'Punk Singer' documentary marks return of Kathleen Hanna - Omaha.com
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Kathleen Hanna was the lead singer of Bikini Kill in the early 1990s, a cutting-edge punk rocker with a strong message.(ALIYA NAUMOFF)


'Punk Singer' documentary marks return of Kathleen Hanna
By Bob Fischbach / World-Herald staff writer


Many know her as Riot Grrrl, the face of a punk-rock feminist movement.

Kathleen Hanna was the lead singer of Bikini Kill in the early 1990s, a cutting-edge punk rocker with a strong message.

She fronted dance-punk trio Le Tigre in the late 1990s and early 2000s, and released a solo album titled “Julie Ruin” in 1998.

Then Hanna, who is married to Adam Horovitz of the Beastie Boys, walked away from performing and recording in 2005.

She's back, not only as a musician but in a new documentary about her tumultuous life. “The Punk Singer,” directed by Sini Anderson, is playing at Film Streams, combining intimate interviews with 20 years of archival footage.

When Anderson approached Hanna with the idea of a biopic, she said no.

Make that “Noooooooo!”

“I thought it was a really bad idea,” Hanna, 45, said in a recent phone interview from her home in New York City. “Enough of me. I didn't want to reinforce this whole face of Riot Grrrl thing. I had guilt and shame about the attention when so many were a part of the movement. It's antithetical to my goals of creating a feminist community.”

But she rethought her answer.

“I wanted to make sure my work lives on. There were some really difficult times in my career when I didn't know if I could keep doing this. I didn't go through all that to let my feminist work go into the garbage can. I said, 'I should do this now because I don't know if I'll be able to do it later.' ”

With the movie, Hanna has revealed the reason the screaming suddenly stopped. She has been ill with Lyme disease. Undetected for years, the tick-borne infection has been tough for her to beat back into submission. But Hanna is nothing if not tenacious.

She doesn't have as much energy some days as others. Sometimes the pain in her legs is bad. The outlook is uncertain. She has two more oral antibiotic treatments ahead of her, which really wipe her out.

“But I'm able to tour. I had a four-hour rehearsal yesterday. I'm really enjoying my wellness days, which are pretty often.”

Hanna was at SXSW in Austin, Texas, in March when “The Punk Rocker” premiered, and audience reaction buoyed her.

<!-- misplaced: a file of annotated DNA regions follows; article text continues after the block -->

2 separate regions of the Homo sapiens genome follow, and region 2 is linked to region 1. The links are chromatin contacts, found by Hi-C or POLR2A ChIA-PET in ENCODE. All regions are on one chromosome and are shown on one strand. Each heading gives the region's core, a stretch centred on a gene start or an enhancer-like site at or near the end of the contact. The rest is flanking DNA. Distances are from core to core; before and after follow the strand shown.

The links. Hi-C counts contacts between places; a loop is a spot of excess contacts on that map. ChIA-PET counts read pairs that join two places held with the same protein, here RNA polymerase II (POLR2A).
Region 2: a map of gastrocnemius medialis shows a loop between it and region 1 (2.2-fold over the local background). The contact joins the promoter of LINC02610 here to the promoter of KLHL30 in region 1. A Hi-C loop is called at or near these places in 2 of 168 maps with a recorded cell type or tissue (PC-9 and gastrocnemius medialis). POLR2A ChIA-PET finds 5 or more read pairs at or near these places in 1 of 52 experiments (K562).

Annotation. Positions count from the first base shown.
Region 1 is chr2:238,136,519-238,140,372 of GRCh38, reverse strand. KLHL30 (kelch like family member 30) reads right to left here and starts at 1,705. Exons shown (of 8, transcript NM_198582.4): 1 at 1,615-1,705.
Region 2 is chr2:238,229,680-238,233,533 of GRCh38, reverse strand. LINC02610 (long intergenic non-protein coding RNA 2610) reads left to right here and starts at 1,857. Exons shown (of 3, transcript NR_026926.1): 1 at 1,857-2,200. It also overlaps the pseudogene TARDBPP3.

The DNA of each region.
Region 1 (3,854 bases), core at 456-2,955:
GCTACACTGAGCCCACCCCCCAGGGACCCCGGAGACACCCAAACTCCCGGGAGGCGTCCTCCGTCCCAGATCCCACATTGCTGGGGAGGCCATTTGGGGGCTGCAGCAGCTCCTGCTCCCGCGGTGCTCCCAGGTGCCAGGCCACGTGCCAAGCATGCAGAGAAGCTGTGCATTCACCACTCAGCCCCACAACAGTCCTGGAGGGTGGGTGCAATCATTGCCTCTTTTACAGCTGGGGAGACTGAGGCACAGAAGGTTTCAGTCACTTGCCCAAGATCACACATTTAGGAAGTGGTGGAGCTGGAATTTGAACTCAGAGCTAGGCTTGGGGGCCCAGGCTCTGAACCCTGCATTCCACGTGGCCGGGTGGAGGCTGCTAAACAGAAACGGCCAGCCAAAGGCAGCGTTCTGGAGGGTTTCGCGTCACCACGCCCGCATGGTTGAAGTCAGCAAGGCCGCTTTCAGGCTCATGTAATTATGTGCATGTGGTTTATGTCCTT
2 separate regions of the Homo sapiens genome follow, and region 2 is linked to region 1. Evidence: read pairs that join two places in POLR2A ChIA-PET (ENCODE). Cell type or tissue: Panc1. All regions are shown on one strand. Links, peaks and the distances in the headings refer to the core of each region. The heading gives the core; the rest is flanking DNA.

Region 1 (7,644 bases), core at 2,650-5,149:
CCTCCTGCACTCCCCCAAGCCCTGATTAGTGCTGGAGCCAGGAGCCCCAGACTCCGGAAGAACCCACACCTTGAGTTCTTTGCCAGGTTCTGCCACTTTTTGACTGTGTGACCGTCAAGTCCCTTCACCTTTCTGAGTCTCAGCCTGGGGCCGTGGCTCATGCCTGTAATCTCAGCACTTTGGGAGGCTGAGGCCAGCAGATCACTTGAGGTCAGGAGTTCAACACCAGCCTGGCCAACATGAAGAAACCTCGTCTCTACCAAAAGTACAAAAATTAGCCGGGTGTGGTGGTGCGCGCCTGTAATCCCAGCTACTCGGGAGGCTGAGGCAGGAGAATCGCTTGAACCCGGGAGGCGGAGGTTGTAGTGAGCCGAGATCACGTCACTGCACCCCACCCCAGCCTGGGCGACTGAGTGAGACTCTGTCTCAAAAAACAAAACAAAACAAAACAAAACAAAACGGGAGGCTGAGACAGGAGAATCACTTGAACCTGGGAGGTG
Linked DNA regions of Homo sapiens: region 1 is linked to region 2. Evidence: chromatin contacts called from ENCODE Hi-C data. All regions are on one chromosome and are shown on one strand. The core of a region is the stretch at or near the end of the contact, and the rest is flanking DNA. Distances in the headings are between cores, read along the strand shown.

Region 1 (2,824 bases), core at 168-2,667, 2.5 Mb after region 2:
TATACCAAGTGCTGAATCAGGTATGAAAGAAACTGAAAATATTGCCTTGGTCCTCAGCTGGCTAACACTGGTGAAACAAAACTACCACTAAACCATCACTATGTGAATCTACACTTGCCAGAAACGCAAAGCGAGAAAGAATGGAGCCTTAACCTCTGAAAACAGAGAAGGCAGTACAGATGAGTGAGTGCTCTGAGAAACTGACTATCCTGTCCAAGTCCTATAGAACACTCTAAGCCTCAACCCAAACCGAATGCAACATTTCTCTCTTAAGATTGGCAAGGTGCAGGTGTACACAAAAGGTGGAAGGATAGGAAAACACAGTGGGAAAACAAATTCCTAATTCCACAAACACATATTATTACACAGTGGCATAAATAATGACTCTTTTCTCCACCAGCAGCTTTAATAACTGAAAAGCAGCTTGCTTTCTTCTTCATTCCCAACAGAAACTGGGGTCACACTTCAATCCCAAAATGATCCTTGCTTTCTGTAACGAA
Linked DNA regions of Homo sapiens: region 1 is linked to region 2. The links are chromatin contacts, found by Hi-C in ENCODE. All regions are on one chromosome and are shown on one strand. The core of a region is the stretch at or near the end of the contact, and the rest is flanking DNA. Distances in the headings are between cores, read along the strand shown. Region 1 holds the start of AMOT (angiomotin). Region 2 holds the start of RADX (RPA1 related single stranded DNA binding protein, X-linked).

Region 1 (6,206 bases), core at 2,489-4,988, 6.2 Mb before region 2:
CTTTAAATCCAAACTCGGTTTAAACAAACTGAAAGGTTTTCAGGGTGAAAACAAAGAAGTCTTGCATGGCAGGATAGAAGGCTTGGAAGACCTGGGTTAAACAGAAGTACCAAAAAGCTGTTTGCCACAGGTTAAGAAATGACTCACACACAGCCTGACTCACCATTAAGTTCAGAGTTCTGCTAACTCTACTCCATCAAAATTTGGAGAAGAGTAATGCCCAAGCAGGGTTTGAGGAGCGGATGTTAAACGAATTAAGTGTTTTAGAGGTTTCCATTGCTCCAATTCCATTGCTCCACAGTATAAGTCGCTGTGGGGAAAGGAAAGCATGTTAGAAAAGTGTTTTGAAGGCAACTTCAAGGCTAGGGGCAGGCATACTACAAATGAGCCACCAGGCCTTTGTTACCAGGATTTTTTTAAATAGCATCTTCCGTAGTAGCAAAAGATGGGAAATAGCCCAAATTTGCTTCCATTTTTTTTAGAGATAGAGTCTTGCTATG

She was particularly surprised by the response to the parts of the movie about Lyme disease.

“I thought people would be, like, 'I'm bored.' But it's like, 'My mother has it. My brother.' People thanked me for bringing it to light. This is a huge epidemic. I was really touched.”

Hanna, who refused to talk to reporters for years after misinformation about her past made it into print, had real trust issues with mass media. She said she grew up not knowing what healthy boundaries were. That led her to either trust indiscriminately or not at all.

She trusted Anderson, she said, because she was at a point where she had to trust. And though the film made her feel vulnerable, she now says it's one time that having no boundaries ended up being a good thing. Its messages about Lyme disease and feminism matter deeply to her.

“In the '90s, I was a reluctant leader (of the punk feminist movement), and my music suffered for it,” she said. “For a year, I didn't make my own music, supporting others. I always wonder what music I would have made that year.”

When she looks at the music business today, Hanna sees many more women pulling in big money in the mainstream.

“Lady Gaga gives incredible time and energy to gay rights causes, which is fantastic, even though I'm not a fan of the music. Taylor (Swift) sings directly to a young female audience. Underground, there are so many different kinds of female bands. And there are more women at shows. To see the audience is so much more diverse gender-wise is really exciting.”

She looks at the Riot Grrl movement now as an offshoot of feminism that made its way into the punk scene. She said the music led to more women's studies courses and spurred activism.

“I miss the 1970s, when there was Gloria Steinem,” she said. “Who are the big stars of feminism today? And I don't just want one. I want a couple of Steinems with different points of view.”

In some ways, she said, feminism is in the same place today it was in the 1990s, including the divide over abortion. And there are more women living in poverty than ever.

“That really disturbs me more than anything,” she said. “So many women's voices are completely squashed by the fact that they're just trying to survive.”

Hanna said she's staying as far away from “The Punk Singer” as she can — not because she doesn't like the movie, but because its focus makes her uncomfortable.

“I don't want to think about people watching my face,” she said. “I'm really happy something has historicized me to this point, because I can move on now and do what I want to do. I just want to be making work. I'm writing a new record now, touring, doing a bunch of different projects.”

* * * * *

THE PUNK SINGER

Director: Sini Anderson
Stars: Kathleen Hanna, Kim Gordon, Carrie Brownstein, Adam Horovitz
Rating: Unrated (likely R for profanity, adult themes)
Running time: 1 hour, 20 minutes
Theater: Film Streams

Contact the writer: Bob Fischbach

bob.fischbach@owh.com    |   402-444-1269

Bob reviews movies and local theater productions and writes stories about those topics, as well.

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